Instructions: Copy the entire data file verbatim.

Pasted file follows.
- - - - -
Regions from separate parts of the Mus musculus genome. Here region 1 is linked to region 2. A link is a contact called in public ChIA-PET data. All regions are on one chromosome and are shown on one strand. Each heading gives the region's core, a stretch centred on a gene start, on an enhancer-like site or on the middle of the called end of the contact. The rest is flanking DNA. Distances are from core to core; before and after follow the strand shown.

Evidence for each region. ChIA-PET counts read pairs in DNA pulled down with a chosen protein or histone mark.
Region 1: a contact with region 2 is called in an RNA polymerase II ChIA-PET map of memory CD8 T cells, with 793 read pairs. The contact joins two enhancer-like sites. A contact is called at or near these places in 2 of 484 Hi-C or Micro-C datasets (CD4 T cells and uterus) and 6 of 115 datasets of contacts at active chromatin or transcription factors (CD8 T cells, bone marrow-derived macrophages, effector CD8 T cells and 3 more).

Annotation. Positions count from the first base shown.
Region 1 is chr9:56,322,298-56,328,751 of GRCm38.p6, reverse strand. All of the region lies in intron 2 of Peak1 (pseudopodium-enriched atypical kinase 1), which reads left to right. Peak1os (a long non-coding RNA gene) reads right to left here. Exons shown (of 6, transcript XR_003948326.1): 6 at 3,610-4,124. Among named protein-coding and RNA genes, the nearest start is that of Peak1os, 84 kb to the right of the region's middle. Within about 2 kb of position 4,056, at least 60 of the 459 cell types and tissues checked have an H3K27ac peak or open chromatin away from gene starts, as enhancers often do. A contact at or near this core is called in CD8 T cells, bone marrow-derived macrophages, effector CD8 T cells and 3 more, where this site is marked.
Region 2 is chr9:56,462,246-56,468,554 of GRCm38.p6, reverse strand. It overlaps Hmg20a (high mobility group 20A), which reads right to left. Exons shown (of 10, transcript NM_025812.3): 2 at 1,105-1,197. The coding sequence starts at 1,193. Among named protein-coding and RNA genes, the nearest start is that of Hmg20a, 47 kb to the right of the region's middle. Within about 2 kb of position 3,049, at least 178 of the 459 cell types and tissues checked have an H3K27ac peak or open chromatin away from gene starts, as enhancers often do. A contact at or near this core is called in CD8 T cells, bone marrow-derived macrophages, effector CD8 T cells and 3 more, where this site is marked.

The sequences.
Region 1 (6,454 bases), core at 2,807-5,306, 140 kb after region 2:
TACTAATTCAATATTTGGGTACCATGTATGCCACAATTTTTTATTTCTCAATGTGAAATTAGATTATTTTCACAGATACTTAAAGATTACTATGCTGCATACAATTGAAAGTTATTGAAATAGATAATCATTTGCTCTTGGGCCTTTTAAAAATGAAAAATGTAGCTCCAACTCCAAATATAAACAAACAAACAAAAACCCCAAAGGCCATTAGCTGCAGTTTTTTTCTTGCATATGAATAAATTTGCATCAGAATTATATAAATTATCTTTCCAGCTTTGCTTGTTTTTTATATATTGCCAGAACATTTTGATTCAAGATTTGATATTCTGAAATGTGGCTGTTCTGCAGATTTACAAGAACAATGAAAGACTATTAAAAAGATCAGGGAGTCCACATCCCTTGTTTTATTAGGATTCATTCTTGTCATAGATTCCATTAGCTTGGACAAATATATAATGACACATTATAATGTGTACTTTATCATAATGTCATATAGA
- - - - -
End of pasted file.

Regions from separate parts of the Mus musculus genome. Here region 1 is linked to region 2. A link is a contact called in public ChIA-PET data. All regions are on one chromosome and are shown on one strand. Each heading gives the region's core, a stretch centred on a gene start, on an enhancer-like site or on the middle of the called end of the contact. The rest is flanking DNA. Distances are from core to core; before and after follow the strand shown.

Evidence for each region. ChIA-PET counts read pairs in DNA pulled down with a chosen protein or histone mark.
Region 1: a contact with region 2 is called in an RNA polymerase II ChIA-PET map of memory CD8 T cells, with 793 read pairs. The contact joins two enhancer-like sites. A contact is called at or near these places in 2 of 484 Hi-C or Micro-C datasets (CD4 T cells and uterus) and 6 of 115 datasets of contacts at active chromatin or transcription factors (CD8 T cells, bone marrow-derived macrophages, effector CD8 T cells and 3 more).

Annotation. Positions count from the first base shown.
Region 1 is chr9:56,322,298-56,328,751 of GRCm38.p6, reverse strand. All of the region lies in intron 2 of Peak1 (pseudopodium-enriched atypical kinase 1), which reads left to right. Peak1os (a long non-coding RNA gene) reads right to left here. Exons shown (of 6, transcript XR_003948326.1): 6 at 3,610-4,124. Among named protein-coding and RNA genes, the nearest start is that of Peak1os, 84 kb to the right of the region's middle. Within about 2 kb of position 4,056, at least 60 of the 459 cell types and tissues checked have an H3K27ac peak or open chromatin away from gene starts, as enhancers often do. A contact at or near this core is called in CD8 T cells, bone marrow-derived macrophages, effector CD8 T cells and 3 more, where this site is marked.
Region 2 is chr9:56,462,246-56,468,554 of GRCm38.p6, reverse strand. It overlaps Hmg20a (high mobility group 20A), which reads right to left. Exons shown (of 10, transcript NM_025812.3): 2 at 1,105-1,197. The coding sequence starts at 1,193. Among named protein-coding and RNA genes, the nearest start is that of Hmg20a, 47 kb to the right of the region's middle. Within about 2 kb of position 3,049, at least 178 of the 459 cell types and tissues checked have an H3K27ac peak or open chromatin away from gene starts, as enhancers often do. A contact at or near this core is called in CD8 T cells, bone marrow-derived macrophages, effector CD8 T cells and 3 more, where this site is marked.

The sequences.
Region 1 (6,454 bases), core at 2,807-5,306, 140 kb after region 2:
TACTAATTCAATATTTGGGTACCATGTATGCCACAATTTTTTATTTCTCAATGTGAAATTAGATTATTTTCACAGATACTTAAAGATTACTATGCTGCATACAATTGAAAGTTATTGAAATAGATAATCATTTGCTCTTGGGCCTTTTAAAAATGAAAAATGTAGCTCCAACTCCAAATATAAACAAACAAACAAAAACCCCAAAGGCCATTAGCTGCAGTTTTTTTCTTGCATATGAATAAATTTGCATCAGAATTATATAAATTATCTTTCCAGCTTTGCTTGTTTTTTATATATTGCCAGAACATTTTGATTCAAGATTTGATATTCTGAAATGTGGCTGTTCTGCAGATTTACAAGAACAATGAAAGACTATTAAAAAGATCAGGGAGTCCACATCCCTTGTTTTATTAGGATTCATTCTTGTCATAGATTCCATTAGCTTGGACAAATATATAATGACACATTATAATGTGTACTTTATCATAATGTCATATAGA